Ballad of a Sandwich Girl: Which One are You?
Music was my safe place. It was where I found refuge, escaping what I feared, and finding my way when I was lost.
Our first family piano was a bigger-than-life upright that someone had painted a deep, glossy green. I vividly recall climbing up onto the piano stool when I was very young. I still get this rush, somewhat startling as my breath quickens when the smooth ivory keys glide under the flesh of my fingers.
It wasn’t long before I was allured into creating harmonies. I spent countless hours experimenting with chord structures. I found contentment at my station, happily plunking away on the green monster. Strains of a crying baby, babbling sisters, and the yelling of an exasperated mother became the fading, distant chorus. I was miserable when the cover shut out the wondrous keys, limiting my possibilities.
“Come here! Listen to this song,” I called to anyone who would listen.
“That’s nice, Mary.” My mother never really heard the song, but sometimes she was kind enough to respond. I forgave her insincerity as she shook droplets of milk from the baby bottle onto her wrist to decide if it was too warm or not warm enough. She meant well and was in over her head.
One humid summer night, my parents took us to a concert on the village green in Plymouth. My cousin John played the trumpet in the town band. Soon, I was aware that he was a good horn player. If all went well, I would be like him. Dad nodded to all of the people as they waved to him, unable to contain his broad smile while carrying a wicker picnic basket and red plaid thermos. I liked that sometimes he seemed like a celebrity. We were known as Ramsey's daughters. The big question was, which one are you? My mother spread a blanket out on the grass in front of the bandstand. My older sisters played tag and swung from the black heavy chains between the granite hitching posts. They also played Ring around the Rosy with other children. I liked that game but was far too interested in the flurry of excitement before me.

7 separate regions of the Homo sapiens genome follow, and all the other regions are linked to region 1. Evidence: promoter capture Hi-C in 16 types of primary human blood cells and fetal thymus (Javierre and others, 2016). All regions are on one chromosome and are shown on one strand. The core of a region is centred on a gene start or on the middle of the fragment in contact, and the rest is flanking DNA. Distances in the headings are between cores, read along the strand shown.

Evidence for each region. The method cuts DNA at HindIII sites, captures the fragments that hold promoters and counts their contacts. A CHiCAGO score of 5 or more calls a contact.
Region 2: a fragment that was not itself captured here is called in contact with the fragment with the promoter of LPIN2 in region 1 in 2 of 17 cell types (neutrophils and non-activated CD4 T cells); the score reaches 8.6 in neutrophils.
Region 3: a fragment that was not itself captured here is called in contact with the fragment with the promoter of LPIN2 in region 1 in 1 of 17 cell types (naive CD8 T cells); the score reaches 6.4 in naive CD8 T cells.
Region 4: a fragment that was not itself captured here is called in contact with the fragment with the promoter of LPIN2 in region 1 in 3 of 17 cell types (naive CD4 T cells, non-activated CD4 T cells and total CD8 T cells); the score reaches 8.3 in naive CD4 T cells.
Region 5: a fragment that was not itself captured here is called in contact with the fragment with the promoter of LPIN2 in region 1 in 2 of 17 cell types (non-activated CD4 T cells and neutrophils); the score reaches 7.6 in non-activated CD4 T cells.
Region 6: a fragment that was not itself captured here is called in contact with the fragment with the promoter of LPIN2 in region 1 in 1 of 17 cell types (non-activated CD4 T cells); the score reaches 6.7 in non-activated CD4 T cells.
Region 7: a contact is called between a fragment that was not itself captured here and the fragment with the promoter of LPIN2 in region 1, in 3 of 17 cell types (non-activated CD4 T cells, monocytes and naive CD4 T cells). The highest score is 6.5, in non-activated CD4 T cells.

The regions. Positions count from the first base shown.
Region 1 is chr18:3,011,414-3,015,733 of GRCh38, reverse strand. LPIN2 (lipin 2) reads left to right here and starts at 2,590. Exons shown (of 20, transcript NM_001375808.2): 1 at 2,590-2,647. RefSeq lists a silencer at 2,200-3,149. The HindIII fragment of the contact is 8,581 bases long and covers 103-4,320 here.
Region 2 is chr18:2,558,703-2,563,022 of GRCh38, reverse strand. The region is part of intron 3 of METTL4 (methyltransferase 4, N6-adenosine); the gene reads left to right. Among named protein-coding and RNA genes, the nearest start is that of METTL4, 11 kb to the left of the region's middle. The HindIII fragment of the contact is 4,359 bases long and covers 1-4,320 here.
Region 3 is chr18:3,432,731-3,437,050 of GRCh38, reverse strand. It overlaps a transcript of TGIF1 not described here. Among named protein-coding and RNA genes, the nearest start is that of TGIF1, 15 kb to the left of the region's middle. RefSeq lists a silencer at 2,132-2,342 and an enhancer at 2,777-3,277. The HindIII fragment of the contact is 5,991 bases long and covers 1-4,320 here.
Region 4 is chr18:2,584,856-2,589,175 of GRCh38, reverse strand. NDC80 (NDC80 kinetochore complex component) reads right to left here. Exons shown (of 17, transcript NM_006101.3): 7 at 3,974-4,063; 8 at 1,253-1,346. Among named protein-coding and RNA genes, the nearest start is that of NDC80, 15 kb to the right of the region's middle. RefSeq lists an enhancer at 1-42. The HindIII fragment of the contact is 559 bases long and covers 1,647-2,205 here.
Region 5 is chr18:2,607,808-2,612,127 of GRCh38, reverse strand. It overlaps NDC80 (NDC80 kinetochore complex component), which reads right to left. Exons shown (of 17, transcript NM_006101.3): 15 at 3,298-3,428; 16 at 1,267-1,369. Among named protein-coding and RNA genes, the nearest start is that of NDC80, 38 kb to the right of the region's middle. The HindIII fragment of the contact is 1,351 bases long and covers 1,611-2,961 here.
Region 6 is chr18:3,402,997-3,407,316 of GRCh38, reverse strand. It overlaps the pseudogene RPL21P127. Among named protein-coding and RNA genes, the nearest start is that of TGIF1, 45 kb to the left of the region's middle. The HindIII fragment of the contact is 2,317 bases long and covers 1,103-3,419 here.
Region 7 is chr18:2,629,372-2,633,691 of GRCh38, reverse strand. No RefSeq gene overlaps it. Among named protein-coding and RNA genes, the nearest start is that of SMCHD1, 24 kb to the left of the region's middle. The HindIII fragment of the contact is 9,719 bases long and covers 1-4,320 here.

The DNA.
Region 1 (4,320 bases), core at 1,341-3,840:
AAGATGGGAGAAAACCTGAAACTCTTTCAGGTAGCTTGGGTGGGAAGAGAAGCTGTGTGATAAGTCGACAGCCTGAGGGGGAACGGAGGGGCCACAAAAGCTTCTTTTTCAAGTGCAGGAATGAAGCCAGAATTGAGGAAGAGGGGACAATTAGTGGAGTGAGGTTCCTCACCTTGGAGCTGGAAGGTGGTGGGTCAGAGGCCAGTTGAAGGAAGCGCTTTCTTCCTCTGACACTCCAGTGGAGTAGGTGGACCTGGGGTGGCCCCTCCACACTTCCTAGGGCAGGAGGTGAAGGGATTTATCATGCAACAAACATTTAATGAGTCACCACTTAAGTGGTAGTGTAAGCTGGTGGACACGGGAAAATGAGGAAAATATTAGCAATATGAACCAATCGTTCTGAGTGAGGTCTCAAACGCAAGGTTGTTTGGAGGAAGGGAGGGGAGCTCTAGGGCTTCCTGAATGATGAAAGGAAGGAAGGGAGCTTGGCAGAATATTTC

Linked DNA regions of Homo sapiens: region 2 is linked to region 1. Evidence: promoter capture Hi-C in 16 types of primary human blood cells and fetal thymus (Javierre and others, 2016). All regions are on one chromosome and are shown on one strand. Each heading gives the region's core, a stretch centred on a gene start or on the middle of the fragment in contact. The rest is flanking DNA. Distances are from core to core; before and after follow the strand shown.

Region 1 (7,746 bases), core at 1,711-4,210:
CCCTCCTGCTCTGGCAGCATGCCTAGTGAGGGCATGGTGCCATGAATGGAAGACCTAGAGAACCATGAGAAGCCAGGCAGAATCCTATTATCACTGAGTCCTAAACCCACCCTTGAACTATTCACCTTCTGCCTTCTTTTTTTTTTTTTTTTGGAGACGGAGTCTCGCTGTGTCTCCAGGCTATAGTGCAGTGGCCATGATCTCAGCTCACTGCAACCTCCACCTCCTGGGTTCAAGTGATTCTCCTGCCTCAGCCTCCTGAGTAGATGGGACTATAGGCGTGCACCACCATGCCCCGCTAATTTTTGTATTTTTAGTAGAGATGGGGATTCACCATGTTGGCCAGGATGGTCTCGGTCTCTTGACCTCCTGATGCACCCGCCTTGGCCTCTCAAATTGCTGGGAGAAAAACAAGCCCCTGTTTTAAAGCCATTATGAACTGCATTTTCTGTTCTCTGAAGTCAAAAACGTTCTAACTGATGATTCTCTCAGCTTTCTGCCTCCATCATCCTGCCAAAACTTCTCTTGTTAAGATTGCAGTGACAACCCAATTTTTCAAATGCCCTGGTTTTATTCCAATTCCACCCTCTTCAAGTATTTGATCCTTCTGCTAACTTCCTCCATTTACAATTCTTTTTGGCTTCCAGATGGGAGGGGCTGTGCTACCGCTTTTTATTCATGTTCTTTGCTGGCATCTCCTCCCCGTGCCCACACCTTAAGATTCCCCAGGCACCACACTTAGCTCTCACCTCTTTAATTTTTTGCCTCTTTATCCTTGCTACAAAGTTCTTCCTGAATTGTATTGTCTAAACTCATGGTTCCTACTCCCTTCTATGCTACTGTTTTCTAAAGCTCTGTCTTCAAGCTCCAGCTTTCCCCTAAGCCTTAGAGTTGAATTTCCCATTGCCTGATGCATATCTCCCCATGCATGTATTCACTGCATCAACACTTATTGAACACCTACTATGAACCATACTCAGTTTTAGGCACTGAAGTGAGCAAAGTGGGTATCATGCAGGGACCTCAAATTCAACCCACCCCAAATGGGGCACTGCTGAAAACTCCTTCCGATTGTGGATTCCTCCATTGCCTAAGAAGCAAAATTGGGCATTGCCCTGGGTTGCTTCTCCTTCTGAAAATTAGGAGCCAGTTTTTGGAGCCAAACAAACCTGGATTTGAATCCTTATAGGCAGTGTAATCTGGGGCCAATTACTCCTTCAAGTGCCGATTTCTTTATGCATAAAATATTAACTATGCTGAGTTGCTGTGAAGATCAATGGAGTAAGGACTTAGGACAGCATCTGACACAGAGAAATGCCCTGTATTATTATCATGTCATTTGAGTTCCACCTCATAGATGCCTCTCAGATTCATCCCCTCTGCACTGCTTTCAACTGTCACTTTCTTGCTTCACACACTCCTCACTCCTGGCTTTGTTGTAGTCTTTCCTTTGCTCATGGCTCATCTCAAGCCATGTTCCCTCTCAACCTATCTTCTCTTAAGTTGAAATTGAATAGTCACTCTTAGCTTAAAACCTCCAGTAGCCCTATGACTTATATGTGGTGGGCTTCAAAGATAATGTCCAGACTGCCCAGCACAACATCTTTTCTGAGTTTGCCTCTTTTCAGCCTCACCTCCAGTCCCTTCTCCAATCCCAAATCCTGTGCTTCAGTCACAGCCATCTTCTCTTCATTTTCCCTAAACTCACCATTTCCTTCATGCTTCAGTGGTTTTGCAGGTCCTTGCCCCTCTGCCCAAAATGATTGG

The edgy, shrill sounds of brass chillingly washed over me as amber lights flashed, reflecting off shiny brass bells of all sizes. Despite the blades of grass poking through the blanket and tickling my ankles, I sat very still. I could not look away from the musicians gathered on the nineteenth-century bandstand, the bandstand of my future. When the conductor approached the podium, there was a hush. Postures stiffened, and pages shuffled, followed by a pause before the musicians finally focused on him. Holding a baton in his right hand, he raised his arms, and then it happened. At first, I jumped. I felt the bass drum in the pit of my stomach. Initially, the blending of brass and woodwinds left me with a feeling of uncertainty—a surprising sound, much louder than I had imagined. How odd was this swirling of love and anticipation—these tears fueled by joy. Although new, it was entirely natural. I had found my way home.
Excerpt: Ballad of a Sandwich Girl (Memoir Unpublished) ******************************************** Note: I became what one dear old man referred to as a hotshot trumpeter, and I did play on hundreds of bandstand, including the one here. There is so much more to this story. (MjP)